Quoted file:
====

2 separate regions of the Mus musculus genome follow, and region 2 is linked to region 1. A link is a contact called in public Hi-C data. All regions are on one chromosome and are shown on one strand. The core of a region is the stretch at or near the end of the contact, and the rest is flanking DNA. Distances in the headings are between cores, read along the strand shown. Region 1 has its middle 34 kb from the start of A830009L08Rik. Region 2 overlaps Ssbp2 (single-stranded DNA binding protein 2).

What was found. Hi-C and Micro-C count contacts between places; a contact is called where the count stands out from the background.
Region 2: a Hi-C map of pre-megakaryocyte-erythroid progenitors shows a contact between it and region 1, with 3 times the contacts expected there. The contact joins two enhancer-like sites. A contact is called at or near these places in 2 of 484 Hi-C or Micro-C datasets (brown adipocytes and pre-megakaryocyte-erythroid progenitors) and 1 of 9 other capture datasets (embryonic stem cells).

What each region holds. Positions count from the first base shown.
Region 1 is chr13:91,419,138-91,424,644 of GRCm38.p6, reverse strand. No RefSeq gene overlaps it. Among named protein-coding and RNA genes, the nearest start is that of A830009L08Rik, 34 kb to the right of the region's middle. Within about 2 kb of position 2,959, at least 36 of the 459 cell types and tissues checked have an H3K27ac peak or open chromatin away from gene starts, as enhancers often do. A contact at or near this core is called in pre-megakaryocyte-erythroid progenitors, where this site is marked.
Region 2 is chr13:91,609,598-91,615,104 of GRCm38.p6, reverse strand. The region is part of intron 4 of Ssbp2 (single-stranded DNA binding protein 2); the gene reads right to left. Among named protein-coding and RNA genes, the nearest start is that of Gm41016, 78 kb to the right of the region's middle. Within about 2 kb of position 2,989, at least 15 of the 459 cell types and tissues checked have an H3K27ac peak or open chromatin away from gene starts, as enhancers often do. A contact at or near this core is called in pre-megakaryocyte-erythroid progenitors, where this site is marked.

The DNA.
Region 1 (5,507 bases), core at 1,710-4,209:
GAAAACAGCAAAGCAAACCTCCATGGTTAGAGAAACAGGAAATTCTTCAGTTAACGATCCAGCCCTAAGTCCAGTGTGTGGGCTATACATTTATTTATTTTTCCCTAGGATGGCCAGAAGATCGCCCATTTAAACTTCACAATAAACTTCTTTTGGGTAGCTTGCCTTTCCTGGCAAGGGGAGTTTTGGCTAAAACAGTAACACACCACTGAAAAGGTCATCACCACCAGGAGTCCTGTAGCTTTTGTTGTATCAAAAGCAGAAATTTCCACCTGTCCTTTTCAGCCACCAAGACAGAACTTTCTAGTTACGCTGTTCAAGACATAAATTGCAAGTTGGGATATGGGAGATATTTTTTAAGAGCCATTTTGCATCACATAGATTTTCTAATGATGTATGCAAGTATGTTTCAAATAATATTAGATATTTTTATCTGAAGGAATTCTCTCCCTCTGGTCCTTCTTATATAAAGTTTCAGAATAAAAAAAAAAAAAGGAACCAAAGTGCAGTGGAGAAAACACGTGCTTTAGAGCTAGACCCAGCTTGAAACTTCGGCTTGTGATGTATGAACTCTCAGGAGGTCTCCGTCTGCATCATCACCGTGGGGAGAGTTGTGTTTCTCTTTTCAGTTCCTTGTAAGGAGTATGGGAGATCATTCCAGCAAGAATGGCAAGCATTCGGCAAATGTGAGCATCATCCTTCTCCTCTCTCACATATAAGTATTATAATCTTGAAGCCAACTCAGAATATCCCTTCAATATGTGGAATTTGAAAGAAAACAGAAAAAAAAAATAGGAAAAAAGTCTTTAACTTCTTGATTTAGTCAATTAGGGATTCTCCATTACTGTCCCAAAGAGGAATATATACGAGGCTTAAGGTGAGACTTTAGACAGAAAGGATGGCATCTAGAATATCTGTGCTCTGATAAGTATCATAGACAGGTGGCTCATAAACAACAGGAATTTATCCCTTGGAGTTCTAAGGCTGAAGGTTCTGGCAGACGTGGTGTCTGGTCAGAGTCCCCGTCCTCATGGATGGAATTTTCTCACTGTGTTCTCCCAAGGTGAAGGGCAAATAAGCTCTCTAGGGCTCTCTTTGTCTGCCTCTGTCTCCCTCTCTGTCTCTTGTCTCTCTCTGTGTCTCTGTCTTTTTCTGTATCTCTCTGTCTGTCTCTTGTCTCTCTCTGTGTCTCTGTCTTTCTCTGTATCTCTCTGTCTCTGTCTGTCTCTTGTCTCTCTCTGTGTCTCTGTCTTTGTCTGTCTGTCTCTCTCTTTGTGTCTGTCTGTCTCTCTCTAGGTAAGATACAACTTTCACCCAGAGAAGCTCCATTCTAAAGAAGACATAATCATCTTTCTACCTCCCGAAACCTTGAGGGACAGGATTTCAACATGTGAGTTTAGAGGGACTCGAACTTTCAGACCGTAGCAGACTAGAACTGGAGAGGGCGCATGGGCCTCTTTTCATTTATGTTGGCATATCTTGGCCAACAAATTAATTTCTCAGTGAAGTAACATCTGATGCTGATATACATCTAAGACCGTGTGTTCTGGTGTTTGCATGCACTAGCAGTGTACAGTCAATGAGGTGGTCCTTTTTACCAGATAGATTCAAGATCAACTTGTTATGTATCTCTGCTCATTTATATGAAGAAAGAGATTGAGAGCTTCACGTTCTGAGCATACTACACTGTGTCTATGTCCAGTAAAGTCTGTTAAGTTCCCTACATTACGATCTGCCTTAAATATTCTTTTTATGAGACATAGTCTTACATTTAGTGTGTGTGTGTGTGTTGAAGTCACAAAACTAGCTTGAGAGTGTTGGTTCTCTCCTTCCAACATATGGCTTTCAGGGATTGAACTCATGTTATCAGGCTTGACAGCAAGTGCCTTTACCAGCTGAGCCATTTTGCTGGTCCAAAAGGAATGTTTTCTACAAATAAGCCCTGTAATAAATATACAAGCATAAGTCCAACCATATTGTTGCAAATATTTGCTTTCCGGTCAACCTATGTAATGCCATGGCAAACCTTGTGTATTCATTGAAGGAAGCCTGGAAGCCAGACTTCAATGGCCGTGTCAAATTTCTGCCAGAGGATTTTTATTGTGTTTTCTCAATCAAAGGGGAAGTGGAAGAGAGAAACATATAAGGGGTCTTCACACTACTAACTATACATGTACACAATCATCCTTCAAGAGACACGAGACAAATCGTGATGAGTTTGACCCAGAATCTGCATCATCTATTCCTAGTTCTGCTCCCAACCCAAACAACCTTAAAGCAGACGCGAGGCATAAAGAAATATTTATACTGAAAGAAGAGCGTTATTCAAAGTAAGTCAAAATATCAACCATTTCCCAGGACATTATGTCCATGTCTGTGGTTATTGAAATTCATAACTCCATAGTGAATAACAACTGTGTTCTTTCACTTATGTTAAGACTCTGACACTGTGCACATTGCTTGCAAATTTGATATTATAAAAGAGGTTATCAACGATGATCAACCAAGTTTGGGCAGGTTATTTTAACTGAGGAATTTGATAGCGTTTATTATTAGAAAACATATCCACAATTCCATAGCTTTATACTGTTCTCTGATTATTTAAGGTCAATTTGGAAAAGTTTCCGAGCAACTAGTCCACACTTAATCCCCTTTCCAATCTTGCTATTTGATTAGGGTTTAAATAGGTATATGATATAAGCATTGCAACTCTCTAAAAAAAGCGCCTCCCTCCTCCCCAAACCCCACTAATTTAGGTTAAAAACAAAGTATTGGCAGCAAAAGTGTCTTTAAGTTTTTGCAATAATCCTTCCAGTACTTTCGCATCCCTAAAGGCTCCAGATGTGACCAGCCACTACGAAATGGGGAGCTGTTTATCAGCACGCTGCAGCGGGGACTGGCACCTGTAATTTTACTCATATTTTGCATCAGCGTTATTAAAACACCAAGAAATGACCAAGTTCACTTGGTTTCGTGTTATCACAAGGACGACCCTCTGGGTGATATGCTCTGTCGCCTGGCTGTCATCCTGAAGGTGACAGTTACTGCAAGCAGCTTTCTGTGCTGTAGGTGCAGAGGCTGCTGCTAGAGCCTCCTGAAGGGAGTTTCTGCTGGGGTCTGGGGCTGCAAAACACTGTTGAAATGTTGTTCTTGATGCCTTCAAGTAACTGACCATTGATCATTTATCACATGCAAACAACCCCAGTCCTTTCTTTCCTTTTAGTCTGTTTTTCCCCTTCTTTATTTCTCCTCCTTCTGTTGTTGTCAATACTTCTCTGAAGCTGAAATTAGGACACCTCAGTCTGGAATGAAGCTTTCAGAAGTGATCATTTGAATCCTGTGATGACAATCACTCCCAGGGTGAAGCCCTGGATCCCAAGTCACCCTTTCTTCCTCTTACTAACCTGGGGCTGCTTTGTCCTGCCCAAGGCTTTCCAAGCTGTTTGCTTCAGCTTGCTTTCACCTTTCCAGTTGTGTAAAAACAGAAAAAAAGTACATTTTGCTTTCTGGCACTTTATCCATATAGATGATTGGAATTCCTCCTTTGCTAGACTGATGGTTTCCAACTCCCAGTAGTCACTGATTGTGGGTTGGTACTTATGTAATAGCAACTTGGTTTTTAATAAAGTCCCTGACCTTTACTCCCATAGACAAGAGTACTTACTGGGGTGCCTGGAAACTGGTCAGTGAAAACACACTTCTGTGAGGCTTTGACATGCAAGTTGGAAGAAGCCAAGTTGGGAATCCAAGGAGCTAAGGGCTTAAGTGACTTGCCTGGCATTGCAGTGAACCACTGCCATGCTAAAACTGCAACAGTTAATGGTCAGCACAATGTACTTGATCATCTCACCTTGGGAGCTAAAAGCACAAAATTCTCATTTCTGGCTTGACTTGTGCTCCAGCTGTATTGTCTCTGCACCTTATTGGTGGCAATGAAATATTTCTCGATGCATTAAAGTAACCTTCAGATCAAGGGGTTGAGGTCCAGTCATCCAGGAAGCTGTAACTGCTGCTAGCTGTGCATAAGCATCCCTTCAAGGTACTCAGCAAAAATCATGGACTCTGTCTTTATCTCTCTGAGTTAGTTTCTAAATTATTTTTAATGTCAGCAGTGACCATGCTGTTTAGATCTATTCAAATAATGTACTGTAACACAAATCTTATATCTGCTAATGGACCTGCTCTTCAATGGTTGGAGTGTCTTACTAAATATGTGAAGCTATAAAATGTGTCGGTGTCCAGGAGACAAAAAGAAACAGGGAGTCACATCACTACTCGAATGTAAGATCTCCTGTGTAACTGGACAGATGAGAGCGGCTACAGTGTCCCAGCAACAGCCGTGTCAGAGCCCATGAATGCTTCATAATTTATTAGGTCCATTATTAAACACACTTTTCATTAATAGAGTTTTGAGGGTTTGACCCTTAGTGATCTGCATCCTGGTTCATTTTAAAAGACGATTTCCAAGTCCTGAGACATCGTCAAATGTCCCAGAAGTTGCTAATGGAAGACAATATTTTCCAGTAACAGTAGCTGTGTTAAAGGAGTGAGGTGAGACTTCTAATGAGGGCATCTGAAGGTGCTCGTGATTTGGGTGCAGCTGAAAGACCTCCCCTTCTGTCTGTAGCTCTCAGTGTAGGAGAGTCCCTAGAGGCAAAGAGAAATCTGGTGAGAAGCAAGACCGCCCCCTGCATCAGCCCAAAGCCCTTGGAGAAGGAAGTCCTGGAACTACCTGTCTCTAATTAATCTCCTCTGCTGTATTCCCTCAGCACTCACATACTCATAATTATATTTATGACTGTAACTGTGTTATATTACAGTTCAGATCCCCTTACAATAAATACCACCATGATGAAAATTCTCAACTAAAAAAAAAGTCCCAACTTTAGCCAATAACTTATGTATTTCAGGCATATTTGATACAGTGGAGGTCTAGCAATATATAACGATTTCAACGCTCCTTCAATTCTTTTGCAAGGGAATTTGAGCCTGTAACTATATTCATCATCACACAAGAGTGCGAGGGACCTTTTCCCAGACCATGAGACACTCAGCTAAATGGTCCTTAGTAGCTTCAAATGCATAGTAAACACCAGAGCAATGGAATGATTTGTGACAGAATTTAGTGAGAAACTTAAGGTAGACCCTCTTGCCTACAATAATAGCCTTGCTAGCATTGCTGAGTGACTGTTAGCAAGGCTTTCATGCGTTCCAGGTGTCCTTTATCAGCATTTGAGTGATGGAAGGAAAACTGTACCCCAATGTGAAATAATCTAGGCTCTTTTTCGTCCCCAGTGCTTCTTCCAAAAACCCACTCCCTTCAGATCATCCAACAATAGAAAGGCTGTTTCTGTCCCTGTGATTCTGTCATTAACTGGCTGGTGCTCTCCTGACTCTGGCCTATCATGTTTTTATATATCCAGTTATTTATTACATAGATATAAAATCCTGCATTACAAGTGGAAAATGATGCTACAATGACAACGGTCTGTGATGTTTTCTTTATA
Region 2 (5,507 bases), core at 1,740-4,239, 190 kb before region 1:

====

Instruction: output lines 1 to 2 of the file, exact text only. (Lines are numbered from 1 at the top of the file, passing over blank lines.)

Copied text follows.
2 separate regions of the Mus musculus genome follow, and region 2 is linked to region 1. A link is a contact called in public Hi-C data. All regions are on one chromosome and are shown on one strand. The core of a region is the stretch at or near the end of the contact, and the rest is flanking DNA. Distances in the headings are between cores, read along the strand shown. Region 1 has its middle 34 kb from the start of A830009L08Rik. Region 2 overlaps Ssbp2 (single-stranded DNA binding protein 2).

What was found. Hi-C and Micro-C count contacts between places; a contact is called where the count stands out from the background.